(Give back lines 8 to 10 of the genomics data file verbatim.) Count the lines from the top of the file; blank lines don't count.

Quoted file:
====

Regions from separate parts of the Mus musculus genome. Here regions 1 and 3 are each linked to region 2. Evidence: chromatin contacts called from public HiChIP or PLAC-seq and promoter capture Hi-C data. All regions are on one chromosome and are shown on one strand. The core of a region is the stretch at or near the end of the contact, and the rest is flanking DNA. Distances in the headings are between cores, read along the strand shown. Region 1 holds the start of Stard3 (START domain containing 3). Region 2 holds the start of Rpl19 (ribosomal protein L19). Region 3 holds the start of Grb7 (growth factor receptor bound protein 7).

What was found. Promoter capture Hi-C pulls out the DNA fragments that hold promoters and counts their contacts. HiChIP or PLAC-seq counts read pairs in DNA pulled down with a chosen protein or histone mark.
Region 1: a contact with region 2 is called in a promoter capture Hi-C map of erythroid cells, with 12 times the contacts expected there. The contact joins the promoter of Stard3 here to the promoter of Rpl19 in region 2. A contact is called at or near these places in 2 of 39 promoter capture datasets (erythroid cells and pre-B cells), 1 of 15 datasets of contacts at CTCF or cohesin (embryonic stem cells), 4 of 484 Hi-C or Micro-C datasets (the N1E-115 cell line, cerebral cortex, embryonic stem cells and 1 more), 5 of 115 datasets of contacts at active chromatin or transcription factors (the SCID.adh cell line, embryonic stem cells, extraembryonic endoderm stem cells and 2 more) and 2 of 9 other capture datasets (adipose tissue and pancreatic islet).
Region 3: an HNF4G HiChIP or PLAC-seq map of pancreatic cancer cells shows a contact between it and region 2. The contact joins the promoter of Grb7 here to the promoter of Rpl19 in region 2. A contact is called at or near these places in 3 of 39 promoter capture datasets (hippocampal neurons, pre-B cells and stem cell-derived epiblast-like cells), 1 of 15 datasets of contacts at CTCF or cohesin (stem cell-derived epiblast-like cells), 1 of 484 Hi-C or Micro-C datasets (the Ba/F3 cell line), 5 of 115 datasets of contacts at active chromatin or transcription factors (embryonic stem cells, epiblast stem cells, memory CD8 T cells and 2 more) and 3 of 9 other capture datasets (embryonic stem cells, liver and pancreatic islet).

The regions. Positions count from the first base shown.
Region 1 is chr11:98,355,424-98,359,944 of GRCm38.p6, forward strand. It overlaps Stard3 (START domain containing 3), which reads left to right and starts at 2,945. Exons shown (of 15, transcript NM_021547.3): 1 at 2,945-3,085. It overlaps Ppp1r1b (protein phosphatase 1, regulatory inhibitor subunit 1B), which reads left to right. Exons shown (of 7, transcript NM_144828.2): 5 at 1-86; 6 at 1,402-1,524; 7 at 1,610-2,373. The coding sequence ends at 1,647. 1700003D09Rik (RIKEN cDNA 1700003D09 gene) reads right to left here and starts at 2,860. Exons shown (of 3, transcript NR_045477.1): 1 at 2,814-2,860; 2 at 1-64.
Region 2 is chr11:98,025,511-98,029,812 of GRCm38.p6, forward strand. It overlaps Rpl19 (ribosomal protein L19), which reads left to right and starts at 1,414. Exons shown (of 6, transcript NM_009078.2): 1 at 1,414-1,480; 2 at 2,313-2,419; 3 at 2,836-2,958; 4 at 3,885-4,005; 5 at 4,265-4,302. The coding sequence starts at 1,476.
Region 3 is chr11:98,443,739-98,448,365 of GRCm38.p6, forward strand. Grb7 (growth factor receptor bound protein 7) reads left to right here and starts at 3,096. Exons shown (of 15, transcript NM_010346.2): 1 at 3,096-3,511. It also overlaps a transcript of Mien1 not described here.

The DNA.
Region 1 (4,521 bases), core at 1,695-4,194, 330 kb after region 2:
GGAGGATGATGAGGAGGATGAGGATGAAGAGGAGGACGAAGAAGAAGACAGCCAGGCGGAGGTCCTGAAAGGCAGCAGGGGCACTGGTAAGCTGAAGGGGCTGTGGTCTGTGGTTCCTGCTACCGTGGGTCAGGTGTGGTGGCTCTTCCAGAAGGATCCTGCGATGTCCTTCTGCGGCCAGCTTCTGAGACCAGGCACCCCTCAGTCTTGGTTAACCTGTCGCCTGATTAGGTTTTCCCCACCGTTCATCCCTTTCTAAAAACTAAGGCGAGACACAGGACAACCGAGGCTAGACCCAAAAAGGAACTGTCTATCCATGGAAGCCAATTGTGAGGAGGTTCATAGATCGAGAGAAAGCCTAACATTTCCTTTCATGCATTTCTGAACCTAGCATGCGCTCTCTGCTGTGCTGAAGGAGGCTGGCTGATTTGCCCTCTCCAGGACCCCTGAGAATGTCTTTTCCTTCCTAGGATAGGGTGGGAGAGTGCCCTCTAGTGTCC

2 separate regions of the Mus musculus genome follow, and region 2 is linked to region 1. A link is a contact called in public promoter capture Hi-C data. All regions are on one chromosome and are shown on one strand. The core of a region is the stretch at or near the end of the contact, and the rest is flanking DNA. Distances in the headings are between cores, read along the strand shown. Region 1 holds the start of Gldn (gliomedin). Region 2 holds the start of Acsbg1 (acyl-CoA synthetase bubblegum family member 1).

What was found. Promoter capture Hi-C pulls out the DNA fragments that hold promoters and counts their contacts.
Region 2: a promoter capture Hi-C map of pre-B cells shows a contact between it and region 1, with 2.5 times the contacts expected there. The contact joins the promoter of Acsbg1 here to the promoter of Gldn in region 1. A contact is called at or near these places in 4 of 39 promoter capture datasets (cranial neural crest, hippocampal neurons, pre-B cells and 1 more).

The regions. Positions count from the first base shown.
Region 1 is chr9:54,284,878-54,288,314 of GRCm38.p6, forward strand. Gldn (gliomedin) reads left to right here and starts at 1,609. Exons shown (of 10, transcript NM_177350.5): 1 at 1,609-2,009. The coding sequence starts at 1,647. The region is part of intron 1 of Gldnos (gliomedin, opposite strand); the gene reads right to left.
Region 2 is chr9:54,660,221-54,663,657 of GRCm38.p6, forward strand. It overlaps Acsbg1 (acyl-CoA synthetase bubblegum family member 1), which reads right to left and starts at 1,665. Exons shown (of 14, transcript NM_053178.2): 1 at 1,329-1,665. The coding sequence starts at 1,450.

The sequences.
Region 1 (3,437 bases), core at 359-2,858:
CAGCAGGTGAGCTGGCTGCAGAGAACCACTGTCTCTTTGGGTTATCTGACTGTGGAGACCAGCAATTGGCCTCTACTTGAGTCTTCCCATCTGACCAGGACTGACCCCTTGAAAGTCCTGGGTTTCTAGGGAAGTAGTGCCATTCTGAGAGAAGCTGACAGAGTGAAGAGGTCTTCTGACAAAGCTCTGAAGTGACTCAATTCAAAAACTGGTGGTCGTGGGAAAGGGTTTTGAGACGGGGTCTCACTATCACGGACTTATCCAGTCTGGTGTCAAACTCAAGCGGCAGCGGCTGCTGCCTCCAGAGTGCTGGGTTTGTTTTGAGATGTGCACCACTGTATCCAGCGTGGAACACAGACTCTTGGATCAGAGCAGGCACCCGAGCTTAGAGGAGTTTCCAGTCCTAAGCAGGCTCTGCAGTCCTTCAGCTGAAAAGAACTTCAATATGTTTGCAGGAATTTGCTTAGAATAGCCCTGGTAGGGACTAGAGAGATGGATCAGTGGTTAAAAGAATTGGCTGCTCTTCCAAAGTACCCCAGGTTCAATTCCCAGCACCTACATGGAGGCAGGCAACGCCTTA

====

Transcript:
Region 3 is chr11:98,443,739-98,448,365 of GRCm38.p6, forward strand. Grb7 (growth factor receptor bound protein 7) reads left to right here and starts at 3,096. Exons shown (of 15, transcript NM_010346.2): 1 at 3,096-3,511. It also overlaps a transcript of Mien1 not described here.

The DNA.
Region 1 (4,521 bases), core at 1,695-4,194, 330 kb after region 2: